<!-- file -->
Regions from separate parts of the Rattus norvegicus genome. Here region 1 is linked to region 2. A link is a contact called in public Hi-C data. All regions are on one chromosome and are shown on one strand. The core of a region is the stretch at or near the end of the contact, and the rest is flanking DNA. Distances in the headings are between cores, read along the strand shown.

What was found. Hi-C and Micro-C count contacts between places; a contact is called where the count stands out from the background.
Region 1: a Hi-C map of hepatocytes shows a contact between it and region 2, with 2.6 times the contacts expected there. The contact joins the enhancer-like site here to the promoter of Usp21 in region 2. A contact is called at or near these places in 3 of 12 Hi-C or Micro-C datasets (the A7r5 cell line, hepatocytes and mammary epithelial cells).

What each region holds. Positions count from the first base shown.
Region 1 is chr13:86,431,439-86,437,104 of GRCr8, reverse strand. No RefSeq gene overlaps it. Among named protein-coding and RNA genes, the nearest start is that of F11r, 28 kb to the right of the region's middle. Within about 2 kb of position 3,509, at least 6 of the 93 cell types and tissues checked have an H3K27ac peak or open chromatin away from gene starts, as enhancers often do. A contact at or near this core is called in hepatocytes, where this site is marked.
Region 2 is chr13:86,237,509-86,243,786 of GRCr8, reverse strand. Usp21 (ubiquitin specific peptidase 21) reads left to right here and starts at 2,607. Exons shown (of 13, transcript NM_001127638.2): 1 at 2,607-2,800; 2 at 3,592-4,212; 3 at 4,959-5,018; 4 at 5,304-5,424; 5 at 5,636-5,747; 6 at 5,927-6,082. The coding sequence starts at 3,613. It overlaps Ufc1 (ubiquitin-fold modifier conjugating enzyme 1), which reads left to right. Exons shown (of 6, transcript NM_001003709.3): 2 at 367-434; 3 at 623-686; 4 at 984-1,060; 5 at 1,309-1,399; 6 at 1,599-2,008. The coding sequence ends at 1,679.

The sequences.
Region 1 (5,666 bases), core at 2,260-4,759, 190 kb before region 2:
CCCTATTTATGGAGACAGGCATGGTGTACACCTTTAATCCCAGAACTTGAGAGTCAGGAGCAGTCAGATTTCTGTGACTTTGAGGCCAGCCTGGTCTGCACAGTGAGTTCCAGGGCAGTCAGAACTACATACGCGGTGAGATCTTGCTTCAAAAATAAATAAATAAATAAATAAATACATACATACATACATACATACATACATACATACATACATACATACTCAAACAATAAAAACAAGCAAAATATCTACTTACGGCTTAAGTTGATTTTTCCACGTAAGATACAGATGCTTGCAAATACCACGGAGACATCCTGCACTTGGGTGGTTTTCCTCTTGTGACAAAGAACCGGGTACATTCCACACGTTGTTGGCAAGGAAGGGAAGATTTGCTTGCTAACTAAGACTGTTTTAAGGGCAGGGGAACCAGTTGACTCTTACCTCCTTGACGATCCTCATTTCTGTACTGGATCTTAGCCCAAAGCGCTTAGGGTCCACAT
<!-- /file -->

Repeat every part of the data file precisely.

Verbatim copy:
Regions from separate parts of the Rattus norvegicus genome. Here region 1 is linked to region 2. A link is a contact called in public Hi-C data. All regions are on one chromosome and are shown on one strand. The core of a region is the stretch at or near the end of the contact, and the rest is flanking DNA. Distances in the headings are between cores, read along the strand shown.

What was found. Hi-C and Micro-C count contacts between places; a contact is called where the count stands out from the background.
Region 1: a Hi-C map of hepatocytes shows a contact between it and region 2, with 2.6 times the contacts expected there. The contact joins the enhancer-like site here to the promoter of Usp21 in region 2. A contact is called at or near these places in 3 of 12 Hi-C or Micro-C datasets (the A7r5 cell line, hepatocytes and mammary epithelial cells).

What each region holds. Positions count from the first base shown.
Region 1 is chr13:86,431,439-86,437,104 of GRCr8, reverse strand. No RefSeq gene overlaps it. Among named protein-coding and RNA genes, the nearest start is that of F11r, 28 kb to the right of the region's middle. Within about 2 kb of position 3,509, at least 6 of the 93 cell types and tissues checked have an H3K27ac peak or open chromatin away from gene starts, as enhancers often do. A contact at or near this core is called in hepatocytes, where this site is marked.
Region 2 is chr13:86,237,509-86,243,786 of GRCr8, reverse strand. Usp21 (ubiquitin specific peptidase 21) reads left to right here and starts at 2,607. Exons shown (of 13, transcript NM_001127638.2): 1 at 2,607-2,800; 2 at 3,592-4,212; 3 at 4,959-5,018; 4 at 5,304-5,424; 5 at 5,636-5,747; 6 at 5,927-6,082. The coding sequence starts at 3,613. It overlaps Ufc1 (ubiquitin-fold modifier conjugating enzyme 1), which reads left to right. Exons shown (of 6, transcript NM_001003709.3): 2 at 367-434; 3 at 623-686; 4 at 984-1,060; 5 at 1,309-1,399; 6 at 1,599-2,008. The coding sequence ends at 1,679.

The sequences.
Region 1 (5,666 bases), core at 2,260-4,759, 190 kb before region 2:
CCCTATTTATGGAGACAGGCATGGTGTACACCTTTAATCCCAGAACTTGAGAGTCAGGAGCAGTCAGATTTCTGTGACTTTGAGGCCAGCCTGGTCTGCACAGTGAGTTCCAGGGCAGTCAGAACTACATACGCGGTGAGATCTTGCTTCAAAAATAAATAAATAAATAAATAAATACATACATACATACATACATACATACATACATACATACATACATACTCAAACAATAAAAACAAGCAAAATATCTACTTACGGCTTAAGTTGATTTTTCCACGTAAGATACAGATGCTTGCAAATACCACGGAGACATCCTGCACTTGGGTGGTTTTCCTCTTGTGACAAAGAACCGGGTACATTCCACACGTTGTTGGCAAGGAAGGGAAGATTTGCTTGCTAACTAAGACTGTTTTAAGGGCAGGGGAACCAGTTGACTCTTACCTCCTTGACGATCCTCATTTCTGTACTGGATCTTAGCCCAAAGCGCTTAGGGTCCACAT